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- Volume 1, Issue 1, 2006
The Journal of Independent Teaching and Learning - Volume 1, Issue 1, 2006
Volume 1, Issue 1, 2006
Source: The Journal of Independent Teaching and Learning 1, pp 2 –3 (2006)More Less
There has been a proliferation of academic journals in the field of education over the last twenty years. As a result the question might reasonably be asked: why launch yet another? One answer is that many of the new journals have catered for a specialised readership: to name but a few, The Journal of Technology Education (1987), Education and Ageing (2002), The International Journal of Electrical Engineering Education (1999), The International Journal of Artificial Intelligence in Education (1989/90). Indeed some concern has even been raised about the overspecialisation that has taken place.
Convergent interests in South African public and private higher education institutions : public and private goodSource: The Journal of Independent Teaching and Learning 1, pp 4 –10 (2006)More Less
There have been a number of declarations on the role of higher education. The common theme is that higher education is necessary for the sustainable socio-economic development and growth of a country. And as such it is a public good. Implicit in this standpoint is the view that only higher education funded by the state can be a public good, whilst the private sector is about profit and self-interest. This paper shows why in South Africa at least this is not the case. Both public and private higher education institutions meet a form of public good as well as provide private benefits.
Author Desmond CrossSource: The Journal of Independent Teaching and Learning 1, pp 11 –19 (2006)More Less
South African curriculum reform has recently focused on the need for including the nature of science, indigenous knowledge and the influence of an African worldview in the teaching of science. New curriculum demands are often couched in terms of the rise of science, the reliability of its claims, its influence on values and priorities and its relation to social responsibility. In this paper it is argued that if educators are to respond to the challenges of these new curriculum demands, they need to have developed meaningful understandings of interpretations of the nature of science and have insight into the effect their own beliefshave on their interpretation of curricula and the way in which they go about teaching science.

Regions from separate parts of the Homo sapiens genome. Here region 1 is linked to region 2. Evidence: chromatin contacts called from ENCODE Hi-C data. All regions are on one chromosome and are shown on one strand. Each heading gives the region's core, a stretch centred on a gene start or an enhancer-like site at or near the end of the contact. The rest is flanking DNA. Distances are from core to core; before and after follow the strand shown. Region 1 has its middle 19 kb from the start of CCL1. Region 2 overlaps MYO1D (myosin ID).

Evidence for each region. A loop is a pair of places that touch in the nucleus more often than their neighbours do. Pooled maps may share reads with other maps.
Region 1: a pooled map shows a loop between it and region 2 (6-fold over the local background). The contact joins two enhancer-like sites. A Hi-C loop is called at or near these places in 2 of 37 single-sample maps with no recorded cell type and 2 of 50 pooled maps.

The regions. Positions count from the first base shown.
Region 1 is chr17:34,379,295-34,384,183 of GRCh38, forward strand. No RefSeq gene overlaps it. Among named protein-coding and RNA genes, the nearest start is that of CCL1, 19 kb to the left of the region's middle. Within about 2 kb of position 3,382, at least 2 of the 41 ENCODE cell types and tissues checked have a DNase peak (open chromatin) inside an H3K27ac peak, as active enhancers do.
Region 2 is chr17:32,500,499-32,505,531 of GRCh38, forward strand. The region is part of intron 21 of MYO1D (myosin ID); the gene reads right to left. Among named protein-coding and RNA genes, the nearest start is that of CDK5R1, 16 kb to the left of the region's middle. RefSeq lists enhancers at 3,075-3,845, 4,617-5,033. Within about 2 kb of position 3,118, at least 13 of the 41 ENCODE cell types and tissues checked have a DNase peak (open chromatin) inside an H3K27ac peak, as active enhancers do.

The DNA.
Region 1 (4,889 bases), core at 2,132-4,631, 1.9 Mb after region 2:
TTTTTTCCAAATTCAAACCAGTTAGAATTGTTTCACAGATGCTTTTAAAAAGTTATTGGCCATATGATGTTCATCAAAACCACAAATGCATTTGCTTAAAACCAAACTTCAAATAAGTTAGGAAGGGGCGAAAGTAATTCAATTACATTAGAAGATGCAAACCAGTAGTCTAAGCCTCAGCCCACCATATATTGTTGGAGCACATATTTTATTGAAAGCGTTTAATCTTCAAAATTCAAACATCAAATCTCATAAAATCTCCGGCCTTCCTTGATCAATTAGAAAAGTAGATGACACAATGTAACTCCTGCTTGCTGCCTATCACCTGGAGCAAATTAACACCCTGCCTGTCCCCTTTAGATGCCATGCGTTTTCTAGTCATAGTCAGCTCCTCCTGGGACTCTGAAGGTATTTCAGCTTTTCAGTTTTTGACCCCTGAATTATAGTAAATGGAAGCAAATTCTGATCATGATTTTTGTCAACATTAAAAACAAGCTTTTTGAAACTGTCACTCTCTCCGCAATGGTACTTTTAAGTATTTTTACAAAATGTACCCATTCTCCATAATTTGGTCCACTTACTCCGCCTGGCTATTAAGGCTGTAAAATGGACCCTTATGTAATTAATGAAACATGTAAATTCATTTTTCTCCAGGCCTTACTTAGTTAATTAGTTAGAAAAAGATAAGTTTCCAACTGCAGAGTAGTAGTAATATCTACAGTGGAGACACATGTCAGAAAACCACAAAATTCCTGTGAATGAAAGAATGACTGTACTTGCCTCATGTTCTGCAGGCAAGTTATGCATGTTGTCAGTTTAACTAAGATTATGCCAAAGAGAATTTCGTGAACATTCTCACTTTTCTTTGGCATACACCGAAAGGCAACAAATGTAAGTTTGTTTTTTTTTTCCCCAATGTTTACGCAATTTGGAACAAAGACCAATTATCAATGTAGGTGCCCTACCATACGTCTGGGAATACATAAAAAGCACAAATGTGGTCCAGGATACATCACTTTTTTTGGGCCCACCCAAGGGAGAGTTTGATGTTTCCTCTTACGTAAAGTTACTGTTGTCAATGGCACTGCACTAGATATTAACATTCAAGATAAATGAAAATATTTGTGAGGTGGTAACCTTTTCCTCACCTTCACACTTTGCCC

Science academics' perceptions of qualityand the practice of quality promotion andquality assurance procedures in highereducation : a case studyAuthor K.J. MammenSource: The Journal of Independent Teaching and Learning 1, pp 20 –33 (2006)More Less
This paper investigates, through a case study, a forgotten aspect in quality in higher education, viz. the perception of academics. From this perspective, it explores general quality promotion (QP), quality assurance (QA), quality control (QC) and quality management (QM) strategies at the institutional level of a Historically Disadvantaged University (HDU), its Faculty of Science, four of its departments as well as individual academics. The study found that only 50% of the academics had some conception of quality higher education as described in the literature. The overall conclusion was that university-, Faculty- and department-wide QA systems and self-assessments did not exist. No formal QA or QC mechanisms and related strategies were in place at the institution, its Faculty of Science or the four investigated departments. Furthermore, the academics interviewed rarely practised formal QA, QP, QC and QM procedures.